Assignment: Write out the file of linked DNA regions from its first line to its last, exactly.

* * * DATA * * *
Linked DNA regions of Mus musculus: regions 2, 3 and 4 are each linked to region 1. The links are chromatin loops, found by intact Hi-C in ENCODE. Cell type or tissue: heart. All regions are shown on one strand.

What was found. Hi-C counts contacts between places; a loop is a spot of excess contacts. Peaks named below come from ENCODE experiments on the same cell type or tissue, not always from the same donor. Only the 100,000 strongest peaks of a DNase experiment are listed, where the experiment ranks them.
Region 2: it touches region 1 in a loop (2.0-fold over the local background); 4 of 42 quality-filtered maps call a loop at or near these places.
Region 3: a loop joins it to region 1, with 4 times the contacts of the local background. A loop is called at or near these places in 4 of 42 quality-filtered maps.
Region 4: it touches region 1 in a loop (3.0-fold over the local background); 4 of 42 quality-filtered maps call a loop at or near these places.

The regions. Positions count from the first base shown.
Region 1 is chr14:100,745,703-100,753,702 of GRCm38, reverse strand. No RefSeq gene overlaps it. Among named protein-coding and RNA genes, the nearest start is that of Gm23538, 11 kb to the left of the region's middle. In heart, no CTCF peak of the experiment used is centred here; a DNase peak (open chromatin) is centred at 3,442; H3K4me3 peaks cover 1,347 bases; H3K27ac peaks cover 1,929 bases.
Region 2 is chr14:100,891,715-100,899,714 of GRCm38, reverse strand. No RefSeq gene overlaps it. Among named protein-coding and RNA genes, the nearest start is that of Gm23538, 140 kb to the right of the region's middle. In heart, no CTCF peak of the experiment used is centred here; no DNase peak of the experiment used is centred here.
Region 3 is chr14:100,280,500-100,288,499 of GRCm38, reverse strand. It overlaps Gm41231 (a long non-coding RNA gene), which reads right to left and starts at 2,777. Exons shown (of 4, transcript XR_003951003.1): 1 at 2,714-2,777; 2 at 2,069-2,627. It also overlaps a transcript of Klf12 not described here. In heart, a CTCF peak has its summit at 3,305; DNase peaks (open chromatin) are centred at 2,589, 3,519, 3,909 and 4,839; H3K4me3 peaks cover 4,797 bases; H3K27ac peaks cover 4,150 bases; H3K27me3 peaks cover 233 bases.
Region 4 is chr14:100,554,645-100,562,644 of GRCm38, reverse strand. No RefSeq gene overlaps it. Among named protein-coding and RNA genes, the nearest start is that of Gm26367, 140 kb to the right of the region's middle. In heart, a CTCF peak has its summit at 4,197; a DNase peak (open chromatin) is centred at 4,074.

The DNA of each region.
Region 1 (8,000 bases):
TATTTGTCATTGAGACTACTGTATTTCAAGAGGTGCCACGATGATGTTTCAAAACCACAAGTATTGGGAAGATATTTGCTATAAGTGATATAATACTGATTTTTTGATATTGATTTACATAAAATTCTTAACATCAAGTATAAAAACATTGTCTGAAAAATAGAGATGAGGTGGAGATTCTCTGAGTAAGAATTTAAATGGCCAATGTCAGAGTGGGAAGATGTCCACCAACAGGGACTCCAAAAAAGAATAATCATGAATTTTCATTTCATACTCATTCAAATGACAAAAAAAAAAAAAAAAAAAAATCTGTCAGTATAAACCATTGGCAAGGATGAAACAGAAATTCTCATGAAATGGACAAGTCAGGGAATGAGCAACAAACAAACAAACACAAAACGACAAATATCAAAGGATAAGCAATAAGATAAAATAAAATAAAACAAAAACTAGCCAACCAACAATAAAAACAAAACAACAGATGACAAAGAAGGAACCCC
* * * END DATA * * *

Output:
Linked DNA regions of Mus musculus: regions 2, 3 and 4 are each linked to region 1. The links are chromatin loops, found by intact Hi-C in ENCODE. Cell type or tissue: heart. All regions are shown on one strand.

What was found. Hi-C counts contacts between places; a loop is a spot of excess contacts. Peaks named below come from ENCODE experiments on the same cell type or tissue, not always from the same donor. Only the 100,000 strongest peaks of a DNase experiment are listed, where the experiment ranks them.
Region 2: it touches region 1 in a loop (2.0-fold over the local background); 4 of 42 quality-filtered maps call a loop at or near these places.
Region 3: a loop joins it to region 1, with 4 times the contacts of the local background. A loop is called at or near these places in 4 of 42 quality-filtered maps.
Region 4: it touches region 1 in a loop (3.0-fold over the local background); 4 of 42 quality-filtered maps call a loop at or near these places.

The regions. Positions count from the first base shown.
Region 1 is chr14:100,745,703-100,753,702 of GRCm38, reverse strand. No RefSeq gene overlaps it. Among named protein-coding and RNA genes, the nearest start is that of Gm23538, 11 kb to the left of the region's middle. In heart, no CTCF peak of the experiment used is centred here; a DNase peak (open chromatin) is centred at 3,442; H3K4me3 peaks cover 1,347 bases; H3K27ac peaks cover 1,929 bases.
Region 2 is chr14:100,891,715-100,899,714 of GRCm38, reverse strand. No RefSeq gene overlaps it. Among named protein-coding and RNA genes, the nearest start is that of Gm23538, 140 kb to the right of the region's middle. In heart, no CTCF peak of the experiment used is centred here; no DNase peak of the experiment used is centred here.
Region 3 is chr14:100,280,500-100,288,499 of GRCm38, reverse strand. It overlaps Gm41231 (a long non-coding RNA gene), which reads right to left and starts at 2,777. Exons shown (of 4, transcript XR_003951003.1): 1 at 2,714-2,777; 2 at 2,069-2,627. It also overlaps a transcript of Klf12 not described here. In heart, a CTCF peak has its summit at 3,305; DNase peaks (open chromatin) are centred at 2,589, 3,519, 3,909 and 4,839; H3K4me3 peaks cover 4,797 bases; H3K27ac peaks cover 4,150 bases; H3K27me3 peaks cover 233 bases.
Region 4 is chr14:100,554,645-100,562,644 of GRCm38, reverse strand. No RefSeq gene overlaps it. Among named protein-coding and RNA genes, the nearest start is that of Gm26367, 140 kb to the right of the region's middle. In heart, a CTCF peak has its summit at 4,197; a DNase peak (open chromatin) is centred at 4,074.

The DNA of each region.
Region 1 (8,000 bases):
TATTTGTCATTGAGACTACTGTATTTCAAGAGGTGCCACGATGATGTTTCAAAACCACAAGTATTGGGAAGATATTTGCTATAAGTGATATAATACTGATTTTTTGATATTGATTTACATAAAATTCTTAACATCAAGTATAAAAACATTGTCTGAAAAATAGAGATGAGGTGGAGATTCTCTGAGTAAGAATTTAAATGGCCAATGTCAGAGTGGGAAGATGTCCACCAACAGGGACTCCAAAAAAGAATAATCATGAATTTTCATTTCATACTCATTCAAATGACAAAAAAAAAAAAAAAAAAAAATCTGTCAGTATAAACCATTGGCAAGGATGAAACAGAAATTCTCATGAAATGGACAAGTCAGGGAATGAGCAACAAACAAACAAACACAAAACGACAAATATCAAAGGATAAGCAATAAGATAAAATAAAATAAAACAAAAACTAGCCAACCAACAATAAAAACAAAACAACAGATGACAAAGAAGGAACCCC